Ex-Diocese Voice Talks Leadership
By Bill Zajac
Republican [Springfield MA]
October 28, 2004
SPRINGFIELD - More than a year after leaving the Archdiocese of Boston as its public face during the clergy sexual abuse crisis, former church spokeswoman Donna M. Morrissey is still following church events and thinking that church leaders could be doing a better job at getting out their message.
Speaking to American International College students yesterday about public relations, Morrissey said the archdiocese could be doing a better job at communicating news regarding what she described as "the painful closing of parishes" in Greater Boston.
"Communication is crucial to any organization, and they could be doing a better job here," said Morrissey, who has been working for the past year as director of corporate affairs for the New England Region of the American Red Cross.
Asked by American International College student Peter J. Dillon of Springfield whether she would consider returning to work for the church, Morrissey replied affirmatively and expressed pride in the archdiocese's response to the crisis.
"I am proud of my work during the crisis," she said.
She cited the creation of a zero tolerance policy, the opening of a victims/survivors support and resource office and educational programs to teach about abuse.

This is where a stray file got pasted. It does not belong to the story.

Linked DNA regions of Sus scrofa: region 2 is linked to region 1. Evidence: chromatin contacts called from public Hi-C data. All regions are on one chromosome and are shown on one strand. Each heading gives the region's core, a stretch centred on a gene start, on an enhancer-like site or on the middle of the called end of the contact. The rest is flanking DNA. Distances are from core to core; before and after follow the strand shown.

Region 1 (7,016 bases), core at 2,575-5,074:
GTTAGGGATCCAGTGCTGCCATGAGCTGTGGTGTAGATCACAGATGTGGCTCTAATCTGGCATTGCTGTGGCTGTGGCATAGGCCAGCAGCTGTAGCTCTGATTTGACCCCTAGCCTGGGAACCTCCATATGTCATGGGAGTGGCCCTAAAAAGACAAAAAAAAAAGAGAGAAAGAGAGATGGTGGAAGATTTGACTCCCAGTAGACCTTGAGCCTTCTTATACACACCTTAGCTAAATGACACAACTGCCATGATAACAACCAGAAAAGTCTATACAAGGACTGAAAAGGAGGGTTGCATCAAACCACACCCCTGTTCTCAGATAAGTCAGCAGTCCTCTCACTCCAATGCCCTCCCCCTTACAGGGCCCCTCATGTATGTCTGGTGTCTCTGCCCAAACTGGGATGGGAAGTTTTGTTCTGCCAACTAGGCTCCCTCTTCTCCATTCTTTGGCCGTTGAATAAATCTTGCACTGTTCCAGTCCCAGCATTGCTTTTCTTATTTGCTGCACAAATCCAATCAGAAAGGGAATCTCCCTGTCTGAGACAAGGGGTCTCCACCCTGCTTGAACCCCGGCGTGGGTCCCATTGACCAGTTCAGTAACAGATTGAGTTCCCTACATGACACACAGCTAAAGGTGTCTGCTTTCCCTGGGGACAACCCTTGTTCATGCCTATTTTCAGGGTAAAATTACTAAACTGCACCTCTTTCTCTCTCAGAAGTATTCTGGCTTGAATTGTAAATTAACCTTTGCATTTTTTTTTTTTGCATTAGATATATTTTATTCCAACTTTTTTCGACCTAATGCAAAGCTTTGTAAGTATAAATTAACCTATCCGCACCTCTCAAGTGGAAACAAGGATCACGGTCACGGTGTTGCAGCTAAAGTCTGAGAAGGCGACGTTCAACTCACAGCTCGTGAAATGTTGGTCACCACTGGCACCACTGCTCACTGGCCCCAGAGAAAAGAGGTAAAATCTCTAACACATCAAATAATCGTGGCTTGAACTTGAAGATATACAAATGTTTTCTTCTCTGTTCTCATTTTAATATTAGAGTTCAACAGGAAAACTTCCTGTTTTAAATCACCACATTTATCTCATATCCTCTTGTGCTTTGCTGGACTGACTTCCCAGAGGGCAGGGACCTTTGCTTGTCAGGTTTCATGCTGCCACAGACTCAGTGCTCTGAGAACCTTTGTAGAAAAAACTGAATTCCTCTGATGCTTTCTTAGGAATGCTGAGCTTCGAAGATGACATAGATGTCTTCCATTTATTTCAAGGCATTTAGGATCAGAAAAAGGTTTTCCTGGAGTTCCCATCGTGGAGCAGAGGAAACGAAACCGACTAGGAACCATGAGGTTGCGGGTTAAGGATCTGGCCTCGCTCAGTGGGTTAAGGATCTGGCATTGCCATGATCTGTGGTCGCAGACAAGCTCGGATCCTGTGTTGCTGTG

While she said good public relations people help develop strategies for their organizations to "do the right thing," Morrissey said she joined the Boston church when she could do "too little, too late" regarding the crisis.
Morrissey said a year and a half of 16-hour days and the stress surrounding the crisis made her exit from the archdiocese a welcome relief.
"I was no longer sleeping and had lost a lot of weight," said Morrissey, who decided to leave when Cardinal Bernard Law resigned in December 2002.
"It was a new regime coming in, and I knew they were going to bring in a new team," Morrissey said.
Morrissey recalled Law asking her to soften her references to clergy sexual abuse.
"I told him I can't call sexual abuse anything but sexual abuse because that is what it is," Morrissey said.
Morrissey said she discovered common ground with clergy abuse victims. She said she and victims both were angry at church leaders for not stopping abusive behavior when there was evidence that it was taking place.
Morrissey told students her previous work as an assignment editor for a television station and other media work has helped her find interesting career choices.
"My advice is start reading newspapers, listening to the radio and watching television. You need to know how the media works and to understand how reporters do their jobs to be effective in public relations," Morrissey said.
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